TorrentsLib: Where the tags are poetry

TorrentsLib wasn’t feeling very well one day and didn’t show up to the internet. This led to a life of drugs and debauchery. From there they no doubt moved on to found a pentecostal movement adorned with flowers and butterflies. They left their site behind in the process.

So yesterday we featured TorrentsLibrary.  Today we are featuring TorrentsLib.  And the next day?  You guessed it: something with “torrents” in the title (in this instance, TorrentsLand.com)  It’s like a Torrents-related suite, or Trinity.  Fortunately, unlike the Trinity, this stuff is a little easier to explain (and I mean that with utmost seriousness.  Never understood that stuff.  I tried, Lord.)

torrentslib

TorrentsLib is like a companion piece to TorrentsLibrary, a good ol’ fashioned torrent searcher. It’s basic structure and layout is the same, although this is a bit more orange-tinted, and to these eyes, is a bit more aesthetically pleasing.  You can again search torrents by Music, Movies, TV Shows, Games, and Applications (actually less categories than it’s sister-site.)  This one has the tags front and center.  They’re irreverent.  (Someone is searching on my friend’s last name? Cool.)  Though I must say it was slightly distracting, in that I personally would be less inclined to immediately click on the keyword; my inclination would be to search the most popular torrents listed below the tag cloud.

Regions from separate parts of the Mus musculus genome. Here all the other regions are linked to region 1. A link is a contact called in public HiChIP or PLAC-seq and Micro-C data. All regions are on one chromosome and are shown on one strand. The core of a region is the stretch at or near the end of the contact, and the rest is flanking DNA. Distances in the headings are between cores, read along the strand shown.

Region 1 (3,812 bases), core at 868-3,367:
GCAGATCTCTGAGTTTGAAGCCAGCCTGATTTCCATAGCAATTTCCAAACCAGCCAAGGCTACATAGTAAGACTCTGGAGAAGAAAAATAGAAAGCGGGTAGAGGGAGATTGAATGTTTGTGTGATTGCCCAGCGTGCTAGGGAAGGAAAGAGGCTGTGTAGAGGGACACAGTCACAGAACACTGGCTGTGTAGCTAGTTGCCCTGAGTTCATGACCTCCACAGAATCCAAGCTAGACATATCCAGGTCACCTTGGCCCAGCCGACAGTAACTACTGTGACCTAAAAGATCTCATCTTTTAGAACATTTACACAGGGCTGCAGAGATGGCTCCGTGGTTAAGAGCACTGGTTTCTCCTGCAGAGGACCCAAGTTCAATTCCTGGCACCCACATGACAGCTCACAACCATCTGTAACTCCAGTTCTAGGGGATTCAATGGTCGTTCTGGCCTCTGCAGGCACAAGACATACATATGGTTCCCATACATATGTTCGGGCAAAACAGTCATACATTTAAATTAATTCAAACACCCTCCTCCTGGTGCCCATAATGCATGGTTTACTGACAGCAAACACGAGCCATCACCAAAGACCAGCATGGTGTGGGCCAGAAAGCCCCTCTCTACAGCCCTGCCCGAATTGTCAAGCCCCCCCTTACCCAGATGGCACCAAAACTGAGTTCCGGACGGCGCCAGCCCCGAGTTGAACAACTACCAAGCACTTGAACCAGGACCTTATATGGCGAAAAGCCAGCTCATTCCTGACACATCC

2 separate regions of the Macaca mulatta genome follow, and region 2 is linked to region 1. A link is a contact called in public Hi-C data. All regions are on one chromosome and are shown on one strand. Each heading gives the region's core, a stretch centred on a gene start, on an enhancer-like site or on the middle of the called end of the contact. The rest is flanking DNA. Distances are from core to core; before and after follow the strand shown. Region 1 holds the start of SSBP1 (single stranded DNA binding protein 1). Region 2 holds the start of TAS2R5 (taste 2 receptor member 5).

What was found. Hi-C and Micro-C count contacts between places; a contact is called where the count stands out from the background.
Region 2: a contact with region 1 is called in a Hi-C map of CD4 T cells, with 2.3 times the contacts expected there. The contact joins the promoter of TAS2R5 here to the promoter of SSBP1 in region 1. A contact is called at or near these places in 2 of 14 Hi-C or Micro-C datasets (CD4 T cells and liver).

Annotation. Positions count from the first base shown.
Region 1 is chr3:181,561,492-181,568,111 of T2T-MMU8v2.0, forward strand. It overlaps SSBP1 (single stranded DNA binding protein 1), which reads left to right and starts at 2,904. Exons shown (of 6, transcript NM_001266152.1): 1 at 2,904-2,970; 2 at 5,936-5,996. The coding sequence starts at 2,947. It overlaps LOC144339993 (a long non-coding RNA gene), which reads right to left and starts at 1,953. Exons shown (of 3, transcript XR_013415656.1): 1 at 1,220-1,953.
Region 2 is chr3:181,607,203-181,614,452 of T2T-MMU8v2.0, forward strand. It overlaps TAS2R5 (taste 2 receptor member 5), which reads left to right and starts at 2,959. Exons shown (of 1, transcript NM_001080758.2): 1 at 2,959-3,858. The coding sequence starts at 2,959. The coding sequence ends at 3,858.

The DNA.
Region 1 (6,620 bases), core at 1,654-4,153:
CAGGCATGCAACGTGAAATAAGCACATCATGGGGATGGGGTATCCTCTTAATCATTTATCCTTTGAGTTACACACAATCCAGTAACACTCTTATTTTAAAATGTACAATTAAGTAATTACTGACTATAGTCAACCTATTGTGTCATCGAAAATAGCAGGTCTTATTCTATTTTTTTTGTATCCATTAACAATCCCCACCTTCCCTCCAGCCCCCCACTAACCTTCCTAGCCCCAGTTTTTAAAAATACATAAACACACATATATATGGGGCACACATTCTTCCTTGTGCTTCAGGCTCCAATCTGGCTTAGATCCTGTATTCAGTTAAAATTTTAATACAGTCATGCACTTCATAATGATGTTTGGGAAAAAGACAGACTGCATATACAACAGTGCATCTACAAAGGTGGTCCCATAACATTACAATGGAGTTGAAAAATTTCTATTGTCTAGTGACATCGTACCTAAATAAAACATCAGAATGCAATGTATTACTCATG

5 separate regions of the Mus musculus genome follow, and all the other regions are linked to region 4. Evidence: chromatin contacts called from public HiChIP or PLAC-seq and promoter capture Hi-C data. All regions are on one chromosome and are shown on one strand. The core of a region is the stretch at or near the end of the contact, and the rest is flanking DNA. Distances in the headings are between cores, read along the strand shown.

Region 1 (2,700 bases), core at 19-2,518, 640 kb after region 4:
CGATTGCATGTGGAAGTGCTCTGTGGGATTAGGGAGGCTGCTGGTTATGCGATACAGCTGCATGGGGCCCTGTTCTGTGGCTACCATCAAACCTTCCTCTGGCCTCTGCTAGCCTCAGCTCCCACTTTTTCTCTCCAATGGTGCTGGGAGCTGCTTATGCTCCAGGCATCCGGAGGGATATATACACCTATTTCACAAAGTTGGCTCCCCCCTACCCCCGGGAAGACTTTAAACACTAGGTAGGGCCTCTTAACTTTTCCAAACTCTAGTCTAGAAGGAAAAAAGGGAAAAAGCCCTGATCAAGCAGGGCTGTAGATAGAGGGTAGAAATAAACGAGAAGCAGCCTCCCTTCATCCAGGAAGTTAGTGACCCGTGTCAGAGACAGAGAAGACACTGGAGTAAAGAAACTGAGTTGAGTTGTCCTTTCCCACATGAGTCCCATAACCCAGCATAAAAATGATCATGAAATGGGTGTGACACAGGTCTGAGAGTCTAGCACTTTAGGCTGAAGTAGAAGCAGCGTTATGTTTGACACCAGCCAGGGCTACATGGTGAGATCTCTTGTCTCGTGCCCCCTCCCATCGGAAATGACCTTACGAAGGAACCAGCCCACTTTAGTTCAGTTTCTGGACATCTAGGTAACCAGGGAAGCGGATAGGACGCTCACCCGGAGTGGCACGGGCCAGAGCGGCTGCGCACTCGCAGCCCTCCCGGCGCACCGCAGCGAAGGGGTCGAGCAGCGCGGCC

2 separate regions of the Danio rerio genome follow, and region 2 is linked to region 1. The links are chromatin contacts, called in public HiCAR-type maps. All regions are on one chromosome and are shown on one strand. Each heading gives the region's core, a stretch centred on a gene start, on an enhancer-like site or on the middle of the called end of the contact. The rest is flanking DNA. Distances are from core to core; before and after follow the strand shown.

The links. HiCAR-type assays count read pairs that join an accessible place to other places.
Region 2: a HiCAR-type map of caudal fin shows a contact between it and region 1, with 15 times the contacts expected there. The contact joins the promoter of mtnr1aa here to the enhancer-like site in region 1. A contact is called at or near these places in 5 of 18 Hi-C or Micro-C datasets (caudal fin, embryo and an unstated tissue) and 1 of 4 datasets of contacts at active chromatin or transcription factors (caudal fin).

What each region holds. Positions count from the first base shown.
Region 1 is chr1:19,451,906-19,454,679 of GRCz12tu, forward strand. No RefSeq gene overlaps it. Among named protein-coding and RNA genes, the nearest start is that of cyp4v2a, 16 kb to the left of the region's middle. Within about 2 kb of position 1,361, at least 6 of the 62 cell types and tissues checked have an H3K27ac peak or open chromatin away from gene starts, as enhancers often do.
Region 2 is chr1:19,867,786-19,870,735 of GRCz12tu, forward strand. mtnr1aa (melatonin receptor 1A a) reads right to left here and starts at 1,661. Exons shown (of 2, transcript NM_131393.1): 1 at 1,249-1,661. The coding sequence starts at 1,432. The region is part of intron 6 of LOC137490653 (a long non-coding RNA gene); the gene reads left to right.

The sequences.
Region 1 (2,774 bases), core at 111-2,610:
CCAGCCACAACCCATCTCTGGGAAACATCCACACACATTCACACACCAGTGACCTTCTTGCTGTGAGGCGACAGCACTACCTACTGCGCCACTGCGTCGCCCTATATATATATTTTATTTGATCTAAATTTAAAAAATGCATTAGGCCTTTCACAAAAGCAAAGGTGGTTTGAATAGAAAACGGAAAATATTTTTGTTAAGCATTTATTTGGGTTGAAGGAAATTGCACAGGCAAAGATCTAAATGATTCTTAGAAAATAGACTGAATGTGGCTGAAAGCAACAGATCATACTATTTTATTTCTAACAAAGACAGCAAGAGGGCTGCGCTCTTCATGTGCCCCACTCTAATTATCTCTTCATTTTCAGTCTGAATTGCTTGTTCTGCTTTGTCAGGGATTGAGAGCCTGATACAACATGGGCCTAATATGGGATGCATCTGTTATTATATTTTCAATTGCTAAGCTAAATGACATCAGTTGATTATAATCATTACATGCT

You can scroll by most popular TV shows, music, games, books, and applications.   Below another cloud tag – which I’ll get to in a second – are the most popular downloads.   Again, like the previous site, TorrentsLib is clean and efficient.  It makes the process of downloading this stuff quick and painless.  And, as with it’s sister torrent searcher, it also has some very helpful FAQs to help you through the proceedings.

And the more I look at it, the more I like the cloud tags.  To the untrained eye, it looks a bit jumbled, a bit chaotic, but to a trained eye like mine, man, it reads like an incredible Dadaist poem if taken properly.  Check it:

joe cocker with a little
guerilla warefare
strippers party
mr. meat 66

Somewhere Tristan Tzara is stoked.